Make People Better
(USA, 83 min.)
Dir. Cody Sheehy
Program: Special Presentations (World Premiere)
In 2018, Chinese scientist Dr. He Jiankui (aka. JK) became the first individual to produce genome-edited babies. The twins, named Lulu and Nana, were an instant marvel on several fronts, most notably being born resistant to HIV, while furthering the realm of possibility of what could be achieved through science. Unfortunately for Dr. He, the public was not as amazed by his achievements as his peers. The blowback was so fierce that the Chinese government condemned his actions and took him into custody. JK was not the only one to disappear from the public eye though: the twins were hidden away as well.
While the arrest of the “rogue” scientist, as the media dubbed him, allowed China to proclaim their innocence in the court of public opinion, it is nearly impossible for someone to make such a giant scientific breakthrough on their own. In Make People Better director Cody Sheehy ponders whether JK was really the mad scientist the media made him out to be, or merely a scapegoat for others in the scientific community. Unfolding like a thriller, the film makes a convincing case for the latter. In speaking with Ben Hurlbut, Associate Professor in the School of Life Sciences at Arizona State University, and Antonio Regalado, journalist at the MIT Technology Review, Sheehy peels back the investigative layers of the controversy surrounding genome-editing to show how JK found himself at its centre.
What Sheehy uncovers while walking down the path of scientific good intention is a startling distance between where the public and scientists draw the moral line. Many in the scientific community do not believe such a line exists; if there is one, it is merely a marker for them to push their research past. Using Andrew Niccol’s Gattaca (1997) as an example, the documentary highlights how even that film, meant to be a cautionary tale about the dangers of genetic editing, was viewed as a source of inspiration. Part of this ambivalence towards the societal impact of genetic manipulation can be linked back to two defining scientific revolutions: the development of genetics and In vitro fertilization (IVF).
Now a multi billion-dollar industry, few people remember that the first successful IVF occurred in the UK in 1978 and was revealed through mass media as headline material. The individuals involved including eventual Nobel Prize winner Robert G. Edwards, went on to be heralded for their contributions. Once labelled by some as reckless cowboys, the pioneering scientists are now viewed as turned into heroes, which is an appealing narrative that many want to replicate. It can be argued that JK was merely following the in the same footsteps as those who came before him. After all, as Regalado reminds the audience at one point in the film, “the job of science is to investigate nature, and to manipulate nature.”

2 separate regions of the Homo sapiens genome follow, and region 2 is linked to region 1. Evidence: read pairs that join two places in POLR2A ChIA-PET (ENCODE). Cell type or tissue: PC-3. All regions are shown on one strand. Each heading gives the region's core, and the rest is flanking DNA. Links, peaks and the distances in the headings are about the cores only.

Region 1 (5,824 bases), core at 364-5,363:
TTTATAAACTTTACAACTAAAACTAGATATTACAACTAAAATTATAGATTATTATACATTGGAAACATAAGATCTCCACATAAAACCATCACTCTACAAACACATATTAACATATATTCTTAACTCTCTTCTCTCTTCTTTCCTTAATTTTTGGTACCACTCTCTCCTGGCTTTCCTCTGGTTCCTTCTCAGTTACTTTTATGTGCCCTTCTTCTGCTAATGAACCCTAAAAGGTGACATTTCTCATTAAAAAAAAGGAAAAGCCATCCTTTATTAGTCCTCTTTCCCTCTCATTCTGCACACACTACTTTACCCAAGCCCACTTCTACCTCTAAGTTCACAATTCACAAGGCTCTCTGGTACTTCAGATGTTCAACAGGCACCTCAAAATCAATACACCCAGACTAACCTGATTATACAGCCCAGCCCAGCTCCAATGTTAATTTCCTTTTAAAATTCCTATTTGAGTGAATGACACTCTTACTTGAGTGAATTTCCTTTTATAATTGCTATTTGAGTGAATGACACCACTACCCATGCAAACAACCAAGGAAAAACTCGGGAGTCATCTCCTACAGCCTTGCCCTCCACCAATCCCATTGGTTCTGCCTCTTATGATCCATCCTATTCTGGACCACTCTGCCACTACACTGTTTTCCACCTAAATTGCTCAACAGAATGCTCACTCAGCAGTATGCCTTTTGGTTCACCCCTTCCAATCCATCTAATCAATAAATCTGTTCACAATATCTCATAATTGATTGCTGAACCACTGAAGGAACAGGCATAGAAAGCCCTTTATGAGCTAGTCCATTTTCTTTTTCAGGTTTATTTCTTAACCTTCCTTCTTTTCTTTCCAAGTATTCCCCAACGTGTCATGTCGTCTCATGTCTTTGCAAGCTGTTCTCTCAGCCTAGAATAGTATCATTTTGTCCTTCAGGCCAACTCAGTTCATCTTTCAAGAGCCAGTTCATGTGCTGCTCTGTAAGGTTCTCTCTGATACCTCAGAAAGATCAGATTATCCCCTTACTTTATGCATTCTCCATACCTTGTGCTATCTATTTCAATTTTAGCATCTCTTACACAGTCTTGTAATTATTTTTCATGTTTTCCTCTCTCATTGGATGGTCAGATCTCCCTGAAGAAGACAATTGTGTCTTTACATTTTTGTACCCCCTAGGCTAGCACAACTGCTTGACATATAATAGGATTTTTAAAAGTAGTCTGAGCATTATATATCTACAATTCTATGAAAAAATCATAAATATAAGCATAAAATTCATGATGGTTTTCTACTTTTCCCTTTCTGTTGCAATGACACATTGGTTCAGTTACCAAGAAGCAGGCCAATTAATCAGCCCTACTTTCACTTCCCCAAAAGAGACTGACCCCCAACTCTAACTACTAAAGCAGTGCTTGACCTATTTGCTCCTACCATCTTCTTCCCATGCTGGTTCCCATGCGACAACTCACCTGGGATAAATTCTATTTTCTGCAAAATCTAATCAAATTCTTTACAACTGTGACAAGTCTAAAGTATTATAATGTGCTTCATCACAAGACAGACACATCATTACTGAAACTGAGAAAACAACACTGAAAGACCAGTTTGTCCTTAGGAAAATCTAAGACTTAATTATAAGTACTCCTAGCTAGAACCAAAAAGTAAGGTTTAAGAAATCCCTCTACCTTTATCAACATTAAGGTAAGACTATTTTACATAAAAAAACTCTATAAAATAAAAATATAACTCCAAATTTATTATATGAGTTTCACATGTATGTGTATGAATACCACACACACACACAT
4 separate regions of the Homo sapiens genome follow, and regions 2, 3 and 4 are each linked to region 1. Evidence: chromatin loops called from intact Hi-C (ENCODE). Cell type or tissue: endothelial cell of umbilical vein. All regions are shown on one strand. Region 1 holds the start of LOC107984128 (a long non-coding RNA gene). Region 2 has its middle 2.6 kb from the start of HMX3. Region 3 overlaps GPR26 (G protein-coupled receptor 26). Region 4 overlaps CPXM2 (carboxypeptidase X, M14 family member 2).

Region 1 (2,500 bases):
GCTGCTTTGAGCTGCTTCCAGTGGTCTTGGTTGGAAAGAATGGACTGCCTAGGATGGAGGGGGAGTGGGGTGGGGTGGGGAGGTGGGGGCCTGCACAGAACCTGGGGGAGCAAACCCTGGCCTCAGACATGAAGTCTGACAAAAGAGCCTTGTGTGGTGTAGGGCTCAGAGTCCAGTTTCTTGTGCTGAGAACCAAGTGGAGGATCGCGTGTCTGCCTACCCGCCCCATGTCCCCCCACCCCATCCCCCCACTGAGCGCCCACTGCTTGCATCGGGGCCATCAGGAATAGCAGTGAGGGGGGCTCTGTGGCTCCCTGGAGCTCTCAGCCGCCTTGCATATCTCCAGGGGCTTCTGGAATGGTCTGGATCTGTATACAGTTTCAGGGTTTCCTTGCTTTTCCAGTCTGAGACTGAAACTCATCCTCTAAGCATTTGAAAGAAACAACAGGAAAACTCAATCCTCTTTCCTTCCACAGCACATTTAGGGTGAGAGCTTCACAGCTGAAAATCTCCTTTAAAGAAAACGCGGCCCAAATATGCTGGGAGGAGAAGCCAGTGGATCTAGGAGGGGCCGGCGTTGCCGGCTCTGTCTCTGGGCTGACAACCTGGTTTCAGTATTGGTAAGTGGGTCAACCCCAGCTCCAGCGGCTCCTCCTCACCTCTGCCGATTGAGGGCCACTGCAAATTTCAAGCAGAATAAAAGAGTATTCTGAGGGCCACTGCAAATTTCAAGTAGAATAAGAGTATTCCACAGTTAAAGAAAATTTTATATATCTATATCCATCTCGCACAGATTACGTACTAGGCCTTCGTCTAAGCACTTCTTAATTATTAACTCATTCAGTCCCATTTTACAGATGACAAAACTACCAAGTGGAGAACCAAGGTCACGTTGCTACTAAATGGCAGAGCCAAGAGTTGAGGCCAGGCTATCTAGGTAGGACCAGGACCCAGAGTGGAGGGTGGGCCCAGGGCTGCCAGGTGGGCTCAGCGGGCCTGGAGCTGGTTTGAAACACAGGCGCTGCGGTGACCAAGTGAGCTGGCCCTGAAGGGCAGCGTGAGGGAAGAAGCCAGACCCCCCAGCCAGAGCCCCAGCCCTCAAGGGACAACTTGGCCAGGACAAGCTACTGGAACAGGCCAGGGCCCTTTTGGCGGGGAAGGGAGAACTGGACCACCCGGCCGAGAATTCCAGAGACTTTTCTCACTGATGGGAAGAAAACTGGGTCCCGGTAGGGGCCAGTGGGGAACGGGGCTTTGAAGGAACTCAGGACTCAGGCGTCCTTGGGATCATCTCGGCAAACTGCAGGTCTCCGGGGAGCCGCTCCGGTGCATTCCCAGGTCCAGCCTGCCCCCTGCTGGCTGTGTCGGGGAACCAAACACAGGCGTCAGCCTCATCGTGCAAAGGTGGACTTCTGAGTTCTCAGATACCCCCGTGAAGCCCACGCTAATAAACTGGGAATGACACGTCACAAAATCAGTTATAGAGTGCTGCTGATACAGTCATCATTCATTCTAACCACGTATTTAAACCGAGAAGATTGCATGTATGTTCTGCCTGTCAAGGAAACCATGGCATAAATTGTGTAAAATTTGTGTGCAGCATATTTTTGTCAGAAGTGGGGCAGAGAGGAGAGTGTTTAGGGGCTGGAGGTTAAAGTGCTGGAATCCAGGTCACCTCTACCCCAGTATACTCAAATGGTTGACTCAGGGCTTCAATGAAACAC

The problem, of course, comes when scientists fail to weigh the ramifications of their tinkering. In the case of JK, many influential people in both the scientific community and the government were supportive of his work. He even cites a conversation with legendary geneticist James Watson, who famously co-authored the paper that first proposed the double helix structure of DNA molecules, as giving him the courage to “make people better” through genetic editing. In fact, the most eye-opening aspect of Make People Better is how quickly Dr. He was denounced by the same individuals who still plan to build off of his research.
The hypocrisy that flows within the scientific and governmental worlds is evident throughout Make People Better. For all the condemnation and finger wagging, it is clearly the sky is still the limit for many. As genomic pioneer George Church, who is the Robert Winthrop Professor of Genetics at Harvard Medical School, states in the film “when we think about the revolution in biological engineering, a more interesting question isn’t what we will be able to do, but what will we not be able to do?” The idea of being able to create a person immune from diseases or genetically altered to meet a parent’s specifications was once considered a work of science fiction. Now it is nearing reality.
What will be the implications on society from these rapid advancements? Will it cause further class imbalance with the wealthy being the only ones to afford the best babies? Sheehy’s documentary raises questions that cannot be fully answered. A necessary conversation starter, Make People Better is an intriguing examination of a scientist who was hung out to dry by a community who helped elevate him in the fist place.
Make People Better premiered at Hot Docs 2022.